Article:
• Only one of the five $20 winners came out of a Grade/Group 1 win, and that was European invader Raven’s Pass who won the Classic on a synthetic main track after winning his final prep race on the grass. One longshot winner (Pleasantly Perfect, 2003) came out of a Grade 2 win and the other three finished in the top three but did not win their final prep.
  • The five $20 winners did not boast nearly as strong recent form as other winners, combining to win six of 18 starts from June through their final prep for a 33% strike rate compared with 58% for the group as a whole. But they were consistently very competitive, having run in the top three in 16 of 18 starts (89%) during this timeframe.
  • The profile of a longshot seems to be an off-the-pace type who might not have many recent wins on the resume but almost always finishes in the top three.

Blame (right) denies Zenyatta in 2010. (Eclipse Sportswire)

Interesting Nuggets

I typically like to spend a good segment of these historical blogs looking at running style, but the Classic does not seem to favor any style in particular over the last 20 editions, so I’ll include some of that here along with a few other trends I thought were interesting.

  • Seven horses who preferred to race on or near the lead have won in the last 20 editions of the Classic with four dedicated closers winning during that span. I classified three as stalker/press-the-pace types entering the race, four as stalkers, and the other two I pegged as closers/stalkers. It’s a diverse group of Breeders’ Cup Classic winners.
  • Along those lines, the median position of the Classic winner has been fourth/fifth (4.5) and about three lengths back after the opening quarter-mile and fourth/fifth and about 3 ¾ lengths back after a half-mile.
  • The deep closers skewed the averages only a bit with the average winner sitting a little better than fifth (4.8) and about four to 4 ¼ lengths back after the first quarter-mile and 4 ¼ lengths back on average after a half-mile.
  • By early stretch, however, the winner was by median a half-length in front and on average between one-quarter of a length to a half-length in front.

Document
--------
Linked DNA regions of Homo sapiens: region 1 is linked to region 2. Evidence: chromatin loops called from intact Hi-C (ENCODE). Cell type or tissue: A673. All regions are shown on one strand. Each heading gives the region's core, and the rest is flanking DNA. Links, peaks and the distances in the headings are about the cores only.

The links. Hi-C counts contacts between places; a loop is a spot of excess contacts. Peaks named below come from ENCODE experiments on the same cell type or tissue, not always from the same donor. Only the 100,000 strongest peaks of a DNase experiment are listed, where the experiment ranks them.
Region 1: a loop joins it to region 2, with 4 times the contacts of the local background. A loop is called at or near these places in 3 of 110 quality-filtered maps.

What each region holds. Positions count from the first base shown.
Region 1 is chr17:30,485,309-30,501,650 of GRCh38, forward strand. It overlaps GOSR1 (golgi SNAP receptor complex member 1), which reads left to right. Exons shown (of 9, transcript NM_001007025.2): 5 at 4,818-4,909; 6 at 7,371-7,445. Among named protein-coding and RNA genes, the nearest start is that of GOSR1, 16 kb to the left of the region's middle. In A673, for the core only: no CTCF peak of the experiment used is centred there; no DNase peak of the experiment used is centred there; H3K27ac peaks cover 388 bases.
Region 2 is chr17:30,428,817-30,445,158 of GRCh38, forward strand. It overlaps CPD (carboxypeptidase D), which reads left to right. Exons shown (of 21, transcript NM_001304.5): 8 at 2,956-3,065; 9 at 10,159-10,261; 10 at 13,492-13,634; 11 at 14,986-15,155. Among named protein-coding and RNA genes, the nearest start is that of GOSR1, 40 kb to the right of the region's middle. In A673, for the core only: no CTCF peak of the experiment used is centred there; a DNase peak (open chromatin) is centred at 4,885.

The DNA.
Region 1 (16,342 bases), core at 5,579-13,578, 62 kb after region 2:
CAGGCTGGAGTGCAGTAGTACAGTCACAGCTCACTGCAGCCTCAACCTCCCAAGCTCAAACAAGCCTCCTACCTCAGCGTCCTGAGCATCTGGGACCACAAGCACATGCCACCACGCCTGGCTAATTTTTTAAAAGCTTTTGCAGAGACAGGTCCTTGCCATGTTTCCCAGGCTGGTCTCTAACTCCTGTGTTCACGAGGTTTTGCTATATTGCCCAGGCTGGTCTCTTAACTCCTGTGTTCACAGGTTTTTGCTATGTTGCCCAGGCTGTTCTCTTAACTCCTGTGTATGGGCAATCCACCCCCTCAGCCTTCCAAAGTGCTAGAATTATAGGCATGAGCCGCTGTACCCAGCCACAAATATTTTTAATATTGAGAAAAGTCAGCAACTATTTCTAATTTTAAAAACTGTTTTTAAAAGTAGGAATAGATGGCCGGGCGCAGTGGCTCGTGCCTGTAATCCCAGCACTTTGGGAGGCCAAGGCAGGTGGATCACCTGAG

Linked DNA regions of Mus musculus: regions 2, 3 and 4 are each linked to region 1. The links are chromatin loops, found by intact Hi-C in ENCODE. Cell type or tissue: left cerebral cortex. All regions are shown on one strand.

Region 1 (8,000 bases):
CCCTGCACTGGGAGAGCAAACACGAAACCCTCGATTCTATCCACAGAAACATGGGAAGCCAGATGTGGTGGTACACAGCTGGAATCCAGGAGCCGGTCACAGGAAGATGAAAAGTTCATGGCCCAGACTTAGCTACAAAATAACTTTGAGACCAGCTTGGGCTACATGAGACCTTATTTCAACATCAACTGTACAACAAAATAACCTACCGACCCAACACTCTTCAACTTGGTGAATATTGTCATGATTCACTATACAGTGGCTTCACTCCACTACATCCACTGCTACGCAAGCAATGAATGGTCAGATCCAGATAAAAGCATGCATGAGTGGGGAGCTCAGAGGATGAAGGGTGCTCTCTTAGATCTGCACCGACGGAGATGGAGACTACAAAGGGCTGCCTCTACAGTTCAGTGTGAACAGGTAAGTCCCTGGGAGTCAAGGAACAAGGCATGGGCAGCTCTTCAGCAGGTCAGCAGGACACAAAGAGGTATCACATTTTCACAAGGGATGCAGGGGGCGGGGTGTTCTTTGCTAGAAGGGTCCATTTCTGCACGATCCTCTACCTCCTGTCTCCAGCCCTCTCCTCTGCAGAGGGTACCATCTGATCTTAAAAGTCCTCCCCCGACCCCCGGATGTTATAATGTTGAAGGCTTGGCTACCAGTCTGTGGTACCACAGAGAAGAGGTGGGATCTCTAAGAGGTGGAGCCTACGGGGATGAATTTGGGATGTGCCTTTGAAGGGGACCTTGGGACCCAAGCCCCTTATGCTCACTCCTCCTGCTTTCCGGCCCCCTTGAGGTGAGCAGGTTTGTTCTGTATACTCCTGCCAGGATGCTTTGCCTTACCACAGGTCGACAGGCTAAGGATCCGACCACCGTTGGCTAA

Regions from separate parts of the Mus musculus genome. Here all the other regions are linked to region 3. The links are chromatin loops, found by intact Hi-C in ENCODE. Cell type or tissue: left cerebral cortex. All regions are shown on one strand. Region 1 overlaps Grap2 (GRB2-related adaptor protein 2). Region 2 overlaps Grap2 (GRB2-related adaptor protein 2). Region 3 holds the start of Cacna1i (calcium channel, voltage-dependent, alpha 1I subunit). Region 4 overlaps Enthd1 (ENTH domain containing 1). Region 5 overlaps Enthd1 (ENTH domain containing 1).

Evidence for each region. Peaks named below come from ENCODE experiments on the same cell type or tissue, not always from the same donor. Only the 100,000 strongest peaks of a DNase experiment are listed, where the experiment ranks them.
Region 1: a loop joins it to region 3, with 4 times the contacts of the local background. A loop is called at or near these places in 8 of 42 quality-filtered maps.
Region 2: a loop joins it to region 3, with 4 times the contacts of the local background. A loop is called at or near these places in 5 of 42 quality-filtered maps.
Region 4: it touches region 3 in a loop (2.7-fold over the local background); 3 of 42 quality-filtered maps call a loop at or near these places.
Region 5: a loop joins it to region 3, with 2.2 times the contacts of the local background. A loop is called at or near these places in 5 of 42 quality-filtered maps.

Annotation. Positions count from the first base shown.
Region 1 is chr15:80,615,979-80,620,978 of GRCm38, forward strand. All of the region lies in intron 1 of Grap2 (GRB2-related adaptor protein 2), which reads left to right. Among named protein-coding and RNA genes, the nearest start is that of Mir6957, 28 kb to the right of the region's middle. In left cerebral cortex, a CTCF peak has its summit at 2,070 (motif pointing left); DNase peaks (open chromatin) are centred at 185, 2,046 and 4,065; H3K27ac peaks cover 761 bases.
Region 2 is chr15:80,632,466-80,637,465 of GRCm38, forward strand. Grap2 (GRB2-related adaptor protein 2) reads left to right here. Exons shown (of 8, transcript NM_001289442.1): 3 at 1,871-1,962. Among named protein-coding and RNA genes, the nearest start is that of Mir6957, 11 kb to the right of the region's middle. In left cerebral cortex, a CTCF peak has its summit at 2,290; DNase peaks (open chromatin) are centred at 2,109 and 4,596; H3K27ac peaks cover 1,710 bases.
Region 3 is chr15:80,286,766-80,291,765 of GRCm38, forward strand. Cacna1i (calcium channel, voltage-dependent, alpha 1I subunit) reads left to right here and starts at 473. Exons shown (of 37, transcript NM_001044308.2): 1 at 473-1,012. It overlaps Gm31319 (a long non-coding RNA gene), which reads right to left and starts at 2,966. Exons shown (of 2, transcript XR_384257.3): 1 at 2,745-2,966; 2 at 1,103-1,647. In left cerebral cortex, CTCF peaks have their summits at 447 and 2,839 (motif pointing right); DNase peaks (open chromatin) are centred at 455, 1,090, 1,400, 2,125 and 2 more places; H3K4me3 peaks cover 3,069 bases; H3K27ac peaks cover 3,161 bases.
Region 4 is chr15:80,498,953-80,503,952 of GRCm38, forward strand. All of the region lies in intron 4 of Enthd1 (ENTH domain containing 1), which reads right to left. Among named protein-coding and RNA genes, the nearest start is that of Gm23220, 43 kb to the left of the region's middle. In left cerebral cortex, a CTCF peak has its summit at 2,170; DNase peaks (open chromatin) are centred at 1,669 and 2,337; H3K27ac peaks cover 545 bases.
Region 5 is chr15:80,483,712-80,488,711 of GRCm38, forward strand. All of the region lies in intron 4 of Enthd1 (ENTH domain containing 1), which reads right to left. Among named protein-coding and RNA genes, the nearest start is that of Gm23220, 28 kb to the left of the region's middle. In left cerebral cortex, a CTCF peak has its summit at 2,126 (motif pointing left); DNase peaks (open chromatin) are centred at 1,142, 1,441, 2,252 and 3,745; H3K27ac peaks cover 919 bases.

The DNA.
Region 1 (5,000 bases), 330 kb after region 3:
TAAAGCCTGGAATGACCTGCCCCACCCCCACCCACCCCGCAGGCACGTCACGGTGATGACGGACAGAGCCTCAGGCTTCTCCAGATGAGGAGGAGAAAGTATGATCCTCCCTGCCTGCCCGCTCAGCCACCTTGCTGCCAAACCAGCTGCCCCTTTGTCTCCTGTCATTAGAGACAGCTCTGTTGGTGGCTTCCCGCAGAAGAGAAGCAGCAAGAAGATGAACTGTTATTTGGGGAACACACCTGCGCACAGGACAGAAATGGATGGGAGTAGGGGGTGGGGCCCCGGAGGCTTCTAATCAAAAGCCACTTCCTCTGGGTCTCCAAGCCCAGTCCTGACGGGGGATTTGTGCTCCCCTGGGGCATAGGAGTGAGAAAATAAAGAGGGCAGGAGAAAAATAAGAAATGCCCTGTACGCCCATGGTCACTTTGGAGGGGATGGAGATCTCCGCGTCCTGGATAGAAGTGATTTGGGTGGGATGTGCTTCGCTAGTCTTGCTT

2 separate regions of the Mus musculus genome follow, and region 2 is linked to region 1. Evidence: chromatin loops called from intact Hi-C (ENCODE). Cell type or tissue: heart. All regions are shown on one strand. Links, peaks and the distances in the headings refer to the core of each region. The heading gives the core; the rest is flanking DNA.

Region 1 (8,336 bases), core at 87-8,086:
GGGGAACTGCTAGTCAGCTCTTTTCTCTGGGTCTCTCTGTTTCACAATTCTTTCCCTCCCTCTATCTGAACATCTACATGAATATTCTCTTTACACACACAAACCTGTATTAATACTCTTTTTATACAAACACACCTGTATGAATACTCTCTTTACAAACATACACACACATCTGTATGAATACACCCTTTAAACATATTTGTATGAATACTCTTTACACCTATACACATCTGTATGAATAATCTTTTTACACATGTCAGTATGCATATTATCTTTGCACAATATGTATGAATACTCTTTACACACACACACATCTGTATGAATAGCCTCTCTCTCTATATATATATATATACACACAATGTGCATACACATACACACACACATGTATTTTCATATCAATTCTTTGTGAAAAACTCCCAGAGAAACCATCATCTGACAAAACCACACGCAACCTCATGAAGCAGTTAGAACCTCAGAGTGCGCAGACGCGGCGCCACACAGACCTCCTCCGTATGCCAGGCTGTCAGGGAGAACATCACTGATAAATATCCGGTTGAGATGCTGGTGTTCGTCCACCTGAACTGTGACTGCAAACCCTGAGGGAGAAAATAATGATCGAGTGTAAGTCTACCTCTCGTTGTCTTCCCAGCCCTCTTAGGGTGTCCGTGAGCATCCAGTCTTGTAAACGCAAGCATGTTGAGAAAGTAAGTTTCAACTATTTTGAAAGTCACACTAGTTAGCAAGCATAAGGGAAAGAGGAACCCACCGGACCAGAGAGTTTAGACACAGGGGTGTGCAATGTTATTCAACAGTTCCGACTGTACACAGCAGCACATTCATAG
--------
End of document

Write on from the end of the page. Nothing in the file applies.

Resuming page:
• Six of the last 20 Classic winners were 3-year-olds taking on older horses, including four of the last seven editions.
  • None of the last 20 Classic winners was older than 5. In fact, the Classic has never been won by a horse older than 5 years old. Zenyatta came the closest when a head short to Blame during her 6-year-old season in 2010.
  • Sixteen of the 20 made their final prep race in either New York or Southern California, with 11 Classic winners coming out of a New York prep.
  • The average winning Equibase Speed Figure for the Breeders’ Cup Classic from 2001 through 2020 was 121 with a median of 120.5. The winning figure ranged from a 113 for Bayern in 2014 to a 130 for Gun Runner in 2017.
  • Four of the last 20 editions of the Classic were decided by a neck or less with three decided by a nose (Tiznow over Sakhee in 2001; Mucho Macho Man over Will Take Charge in 2013; and Bayern over Toast of New York in 2014).
  • Seventeen of the last 20 Classic winners were bred in Kentucky with one bred in California, one in Florida, and the other in Argentina.

Which 2021 Contenders Fit the Profile?

Knicks Go (Eclipse Sportswire)

Let’s start with probable favorite Knicks Go, who is unbeaten in races around two turns this year, rides a three-race winning streak into the Classic, and is a proven Grade 1 winner with speed figures that indicate he’s fast enough to win. The two concerns are that he’s never competed in a race longer than 1 1/8 miles and dedicated front-runners who need the lead have won only two of the last 20 editions of the Classic. He also should face some early pressure with several others expected who also prefer to set the pace. Still, Knicks Go’s tactical speed is an asset and Gun Runner led from start to finish in the only previous edition of the Classic held at Del Mar.

After Knicks Go, I think you have to look next at a rock-solid group of 3-year-olds in Essential Quality, Hot Rod Charlie and Medina Spirit.